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The Catherine Wheel 


Wednesday, Jul 26 2000
The Catherine Wheel makes über-English music -- though the title of its new album, Wishville, sounds like it might have wandered over from the Wilco rack, the eerie blend of wistfulness and barely bridled anger in the band's music could only come from the Old Country. But not the old Old Country. Earlier Catherine Wheel albums were tapped into a Beatles-esque sound that emphasized not the layered melodies that people pinpoint when discussing Elliott Smith, but instead the adult wanderings of "Lucy in the Sky With Diamonds." It was dreamy, but not easy listening: You can hear the insistent rhythm to the guitar line, meant to disturb you a little, when Rob Dickinson sings "Eat My Dust, You Insensitive Fuck," on 1995's Happy Days. And of course the words back it up.

But today, on Wishville, the disturbing aspects -- the driving guitar, the unrelenting high-hat, and the cigarette-honed throatiness of Dickinson's voice -- take center stage. Darkness no longer lurks in the back of the music -- it pushes the songs from their heavily percussive beginnings (fully four songs on the short, nine-track EP open with just drums) through their distorted centers and into creepy repetitions of phrases. "Lick licking my wounds/ Will it help me/ Rip rip ripping my skin," Dickinson intones, not really looking for an answer. Resentful resignation beats out actual hope on every track, excepting the final song, "Crème Caramel" -- "Smooth and sweet and really unctuous." And even in that song, the Catherine Wheel comes across as nearly incredulous of the moment of beauty captured therein. Though a tribute to a lover, the song dips into imagery that is hardly loving: "I keep thinking my heart isn't true," it goes, "[but] I'll take an ax to that lie." Haunting organ tones back the otherwise soothing guitar and drum blend.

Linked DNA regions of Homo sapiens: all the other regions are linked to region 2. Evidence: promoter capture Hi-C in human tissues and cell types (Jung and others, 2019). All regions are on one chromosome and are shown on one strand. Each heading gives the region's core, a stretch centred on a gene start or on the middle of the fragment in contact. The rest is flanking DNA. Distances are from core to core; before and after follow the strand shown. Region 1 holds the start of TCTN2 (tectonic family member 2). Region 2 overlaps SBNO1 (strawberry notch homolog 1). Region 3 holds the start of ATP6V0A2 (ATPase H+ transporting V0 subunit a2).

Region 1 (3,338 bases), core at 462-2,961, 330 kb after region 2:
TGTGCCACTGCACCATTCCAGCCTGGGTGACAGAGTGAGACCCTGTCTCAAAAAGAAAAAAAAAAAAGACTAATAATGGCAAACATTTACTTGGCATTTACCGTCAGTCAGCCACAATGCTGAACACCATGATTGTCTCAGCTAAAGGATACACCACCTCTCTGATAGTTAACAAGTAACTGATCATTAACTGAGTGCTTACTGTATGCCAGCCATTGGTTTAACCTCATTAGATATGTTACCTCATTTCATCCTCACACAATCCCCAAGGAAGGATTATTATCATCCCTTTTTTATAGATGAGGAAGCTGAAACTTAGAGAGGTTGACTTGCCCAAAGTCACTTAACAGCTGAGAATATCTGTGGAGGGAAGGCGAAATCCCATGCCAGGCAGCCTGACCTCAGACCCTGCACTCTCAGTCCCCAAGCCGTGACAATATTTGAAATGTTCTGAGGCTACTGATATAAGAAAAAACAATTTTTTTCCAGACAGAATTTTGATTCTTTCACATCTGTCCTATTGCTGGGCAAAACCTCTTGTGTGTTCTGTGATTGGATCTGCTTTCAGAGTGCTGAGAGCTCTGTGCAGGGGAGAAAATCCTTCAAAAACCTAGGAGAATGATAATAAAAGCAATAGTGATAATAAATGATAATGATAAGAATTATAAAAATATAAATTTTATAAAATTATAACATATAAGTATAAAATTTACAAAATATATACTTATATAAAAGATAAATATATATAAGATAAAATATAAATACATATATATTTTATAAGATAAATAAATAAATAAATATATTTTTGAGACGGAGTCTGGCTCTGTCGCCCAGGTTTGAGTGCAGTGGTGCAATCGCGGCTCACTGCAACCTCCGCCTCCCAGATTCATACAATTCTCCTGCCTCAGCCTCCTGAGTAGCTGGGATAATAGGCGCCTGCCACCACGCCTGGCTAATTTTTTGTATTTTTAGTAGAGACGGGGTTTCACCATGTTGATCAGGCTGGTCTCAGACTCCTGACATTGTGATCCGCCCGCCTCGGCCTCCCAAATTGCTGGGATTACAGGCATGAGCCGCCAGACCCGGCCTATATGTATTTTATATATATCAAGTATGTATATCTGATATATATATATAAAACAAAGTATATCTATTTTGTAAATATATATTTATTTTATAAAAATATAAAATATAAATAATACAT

Still, the album is seductive. The execution is clean and expert enough that it's easy to see how the band could have developed its cultish following, pulling in listeners with the promise of a glimpse at what's inside the group's collective head. And though this unifying mood underlies the majority of the tracks, the band still manages to cover quite a range. Guest vocals by Sara Lee on the Verve-esque, looping "What We Want to Believe In" help to change it up, dribbling light notes into the sometimes heavy mix. And the simple four-track sound of "All of That," produced by Dickinson in his home, provides a welcome contrast to the heavily layered studio polish of the rest of Wishville. Following an album drought of three years, the Catherine Wheel has come around again, offering a set of songs that both flow well and offer enough variety to keep the group's patient audience from zoning out.

About The Author

Katherine Brown


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